Researchers awarded $1.7M NSF grant to study learning assessments in schools

Abington education faculty

Rachael Erikson Brown is an associate professor of education at Penn State Abington.

Credit: Pam Brobst

ABINGTON, Pa. — Rachael Erikson Brown, associate professor of education at Penn State Abington, is the co-principal investigator (PI) on a $1.7 million grant from the National Science Foundation for research that could fundamentally change learning assessments in schools nationwide. 

The funding for the Rational Numbers Playground: Applying and Refining a Model for Dynamic, Discussion-Based Professional Development for Fractions, Ratios, and Proportions grant begins Aug. 1 and runs through 2026.  

The project will engage middle school math teachers in exploring the effectiveness of two different professional development approaches featuring web-based tools to test and experiment with their mathematical ideas on fractions and proportions and how to teach them.  

According to Brown, the work has two research focuses: 

  • Topic modeling, an emerging assessment approach, will allow the researchers to identify patterns in the language teachers use to determine the kinds of understandings evolving from the professional development. If more tools like topic models can come about that can easily measure learning using natural language, it could fundamentally change the assessment culture in schools, as large-scale multiple-choice tests could be replaced by learning activities in the classroom.  

  • The second is the design of a professional development approach that can be used for a wide range of math topics. The approach focuses on deepening teachers’ understanding of the mathematics they teach, as well as on connecting that opportunity to their teaching. 

“If topic modeling works in this setting, assessment of not only teacher knowledge but also of student knowledge could fundamentally change. In addition, we are exploring a model for designing professional development for teachers that could help improve that experience across the nation,” said Brown, who chairs the elementary and early childhood education degree program at Penn State Abington.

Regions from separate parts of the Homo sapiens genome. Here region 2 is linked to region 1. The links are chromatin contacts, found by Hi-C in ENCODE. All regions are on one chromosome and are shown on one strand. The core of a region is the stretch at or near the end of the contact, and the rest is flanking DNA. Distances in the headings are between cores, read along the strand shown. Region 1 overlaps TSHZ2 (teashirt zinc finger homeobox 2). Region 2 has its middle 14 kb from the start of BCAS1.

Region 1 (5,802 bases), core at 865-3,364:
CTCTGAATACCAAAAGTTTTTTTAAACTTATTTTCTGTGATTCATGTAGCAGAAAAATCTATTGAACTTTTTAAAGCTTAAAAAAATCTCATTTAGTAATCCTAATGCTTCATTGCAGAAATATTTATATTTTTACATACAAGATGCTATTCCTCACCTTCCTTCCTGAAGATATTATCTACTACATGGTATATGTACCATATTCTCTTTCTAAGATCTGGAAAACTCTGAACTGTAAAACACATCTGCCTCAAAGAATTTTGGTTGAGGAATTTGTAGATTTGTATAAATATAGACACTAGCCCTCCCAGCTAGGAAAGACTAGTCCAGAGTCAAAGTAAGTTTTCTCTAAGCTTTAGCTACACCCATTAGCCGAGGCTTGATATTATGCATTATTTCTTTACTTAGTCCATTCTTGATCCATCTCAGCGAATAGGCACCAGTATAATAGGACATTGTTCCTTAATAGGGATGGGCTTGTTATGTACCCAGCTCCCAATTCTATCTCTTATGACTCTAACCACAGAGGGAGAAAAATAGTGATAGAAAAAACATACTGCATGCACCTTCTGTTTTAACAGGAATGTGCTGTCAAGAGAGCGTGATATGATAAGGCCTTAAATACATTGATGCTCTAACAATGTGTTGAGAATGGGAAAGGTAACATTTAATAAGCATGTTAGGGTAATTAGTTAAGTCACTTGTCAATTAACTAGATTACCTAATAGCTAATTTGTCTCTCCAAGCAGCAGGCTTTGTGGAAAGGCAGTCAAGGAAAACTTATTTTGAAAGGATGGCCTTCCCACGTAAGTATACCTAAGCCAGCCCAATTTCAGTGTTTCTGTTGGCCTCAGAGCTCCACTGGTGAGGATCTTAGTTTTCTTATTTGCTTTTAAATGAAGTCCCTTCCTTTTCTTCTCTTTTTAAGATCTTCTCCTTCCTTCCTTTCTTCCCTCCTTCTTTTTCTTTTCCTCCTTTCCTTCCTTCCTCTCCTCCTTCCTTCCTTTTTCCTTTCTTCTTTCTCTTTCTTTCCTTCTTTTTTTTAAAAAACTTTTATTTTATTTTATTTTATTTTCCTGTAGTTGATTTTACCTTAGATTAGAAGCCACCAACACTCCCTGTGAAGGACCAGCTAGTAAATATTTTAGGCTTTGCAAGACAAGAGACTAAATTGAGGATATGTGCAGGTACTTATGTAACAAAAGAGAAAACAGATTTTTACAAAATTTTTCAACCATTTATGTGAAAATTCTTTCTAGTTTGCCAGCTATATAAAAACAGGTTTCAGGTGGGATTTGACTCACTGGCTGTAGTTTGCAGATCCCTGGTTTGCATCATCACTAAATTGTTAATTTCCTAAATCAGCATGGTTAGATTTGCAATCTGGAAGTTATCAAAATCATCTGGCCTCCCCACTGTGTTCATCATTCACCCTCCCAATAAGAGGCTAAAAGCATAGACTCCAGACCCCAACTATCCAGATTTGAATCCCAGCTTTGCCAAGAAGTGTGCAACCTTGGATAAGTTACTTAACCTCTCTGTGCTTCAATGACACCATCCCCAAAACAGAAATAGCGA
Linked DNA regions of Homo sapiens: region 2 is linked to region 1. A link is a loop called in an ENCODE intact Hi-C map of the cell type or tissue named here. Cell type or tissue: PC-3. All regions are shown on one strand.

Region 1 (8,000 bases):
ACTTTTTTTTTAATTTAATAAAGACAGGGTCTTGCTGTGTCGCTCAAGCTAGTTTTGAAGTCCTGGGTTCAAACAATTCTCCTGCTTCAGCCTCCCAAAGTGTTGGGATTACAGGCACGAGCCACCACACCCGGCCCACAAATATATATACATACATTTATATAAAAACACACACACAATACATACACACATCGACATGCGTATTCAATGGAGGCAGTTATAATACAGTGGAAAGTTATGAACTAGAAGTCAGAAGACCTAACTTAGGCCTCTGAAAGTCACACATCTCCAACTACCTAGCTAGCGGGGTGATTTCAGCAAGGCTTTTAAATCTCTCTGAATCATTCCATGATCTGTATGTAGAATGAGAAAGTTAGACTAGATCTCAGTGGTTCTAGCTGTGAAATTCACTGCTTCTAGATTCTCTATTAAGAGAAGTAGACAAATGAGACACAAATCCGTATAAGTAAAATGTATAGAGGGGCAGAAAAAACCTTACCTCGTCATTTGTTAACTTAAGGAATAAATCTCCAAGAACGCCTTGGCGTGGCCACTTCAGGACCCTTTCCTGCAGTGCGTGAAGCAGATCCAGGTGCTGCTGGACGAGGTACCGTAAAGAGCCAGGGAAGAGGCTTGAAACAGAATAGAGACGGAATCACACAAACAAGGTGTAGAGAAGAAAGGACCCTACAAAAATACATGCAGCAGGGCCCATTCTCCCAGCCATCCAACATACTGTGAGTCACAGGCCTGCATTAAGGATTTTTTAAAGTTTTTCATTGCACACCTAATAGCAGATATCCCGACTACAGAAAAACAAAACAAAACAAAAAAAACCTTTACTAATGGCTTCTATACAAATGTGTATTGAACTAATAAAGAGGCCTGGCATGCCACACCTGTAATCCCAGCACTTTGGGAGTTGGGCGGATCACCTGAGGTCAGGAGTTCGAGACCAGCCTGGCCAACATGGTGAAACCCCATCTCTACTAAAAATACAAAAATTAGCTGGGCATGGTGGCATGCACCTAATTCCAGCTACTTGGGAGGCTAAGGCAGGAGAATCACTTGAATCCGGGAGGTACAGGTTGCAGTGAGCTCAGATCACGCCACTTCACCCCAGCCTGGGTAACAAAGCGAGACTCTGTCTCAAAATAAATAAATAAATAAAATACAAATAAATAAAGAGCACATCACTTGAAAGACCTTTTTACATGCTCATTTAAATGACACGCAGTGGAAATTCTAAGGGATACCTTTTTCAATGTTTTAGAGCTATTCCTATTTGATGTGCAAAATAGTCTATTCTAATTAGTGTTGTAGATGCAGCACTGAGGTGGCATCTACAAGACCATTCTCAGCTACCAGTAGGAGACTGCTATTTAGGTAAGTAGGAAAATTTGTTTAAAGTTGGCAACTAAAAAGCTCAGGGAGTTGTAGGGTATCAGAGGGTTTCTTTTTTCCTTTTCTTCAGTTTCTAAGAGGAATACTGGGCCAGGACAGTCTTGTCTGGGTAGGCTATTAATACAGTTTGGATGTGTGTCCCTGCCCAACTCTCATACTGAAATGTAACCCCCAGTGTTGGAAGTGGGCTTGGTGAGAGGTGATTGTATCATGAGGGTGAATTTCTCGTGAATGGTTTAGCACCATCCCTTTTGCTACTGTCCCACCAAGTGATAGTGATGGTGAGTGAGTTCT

Brown’s co-PIs on the grant are Chandra Orrill, professor of STEM education and teacher development at the University of Massachusetts Dartmouth, and Al Cohen, professor emeritus in the department of educational psychology at the University of Georgia. 

“I’m thrilled to be working with both Chandra and Al again. My dissertation research was from a previous National Science Foundation-funded research grant where they both served as co-PIs,” Brown said. 

In years two through four of the grant, a paid undergraduate research assistant from Abington will join the team to help with data collection, analysis and dissemination of findings. The student will learn important research skills by working with the multidisciplinary team. 

About Penn State Abington 

Penn State Abington provides an affordable, accessible and high-impact education resulting in the success of a diverse student body. It is committed to student success through innovative approaches to 21st-century public higher education within a world-class research university. With more than 3,000 students, Penn State Abington is a residential campus that offers baccalaureate degrees in 23 majors, undergraduate research, the Schreyer honors program, NCAA Division III athletics and more.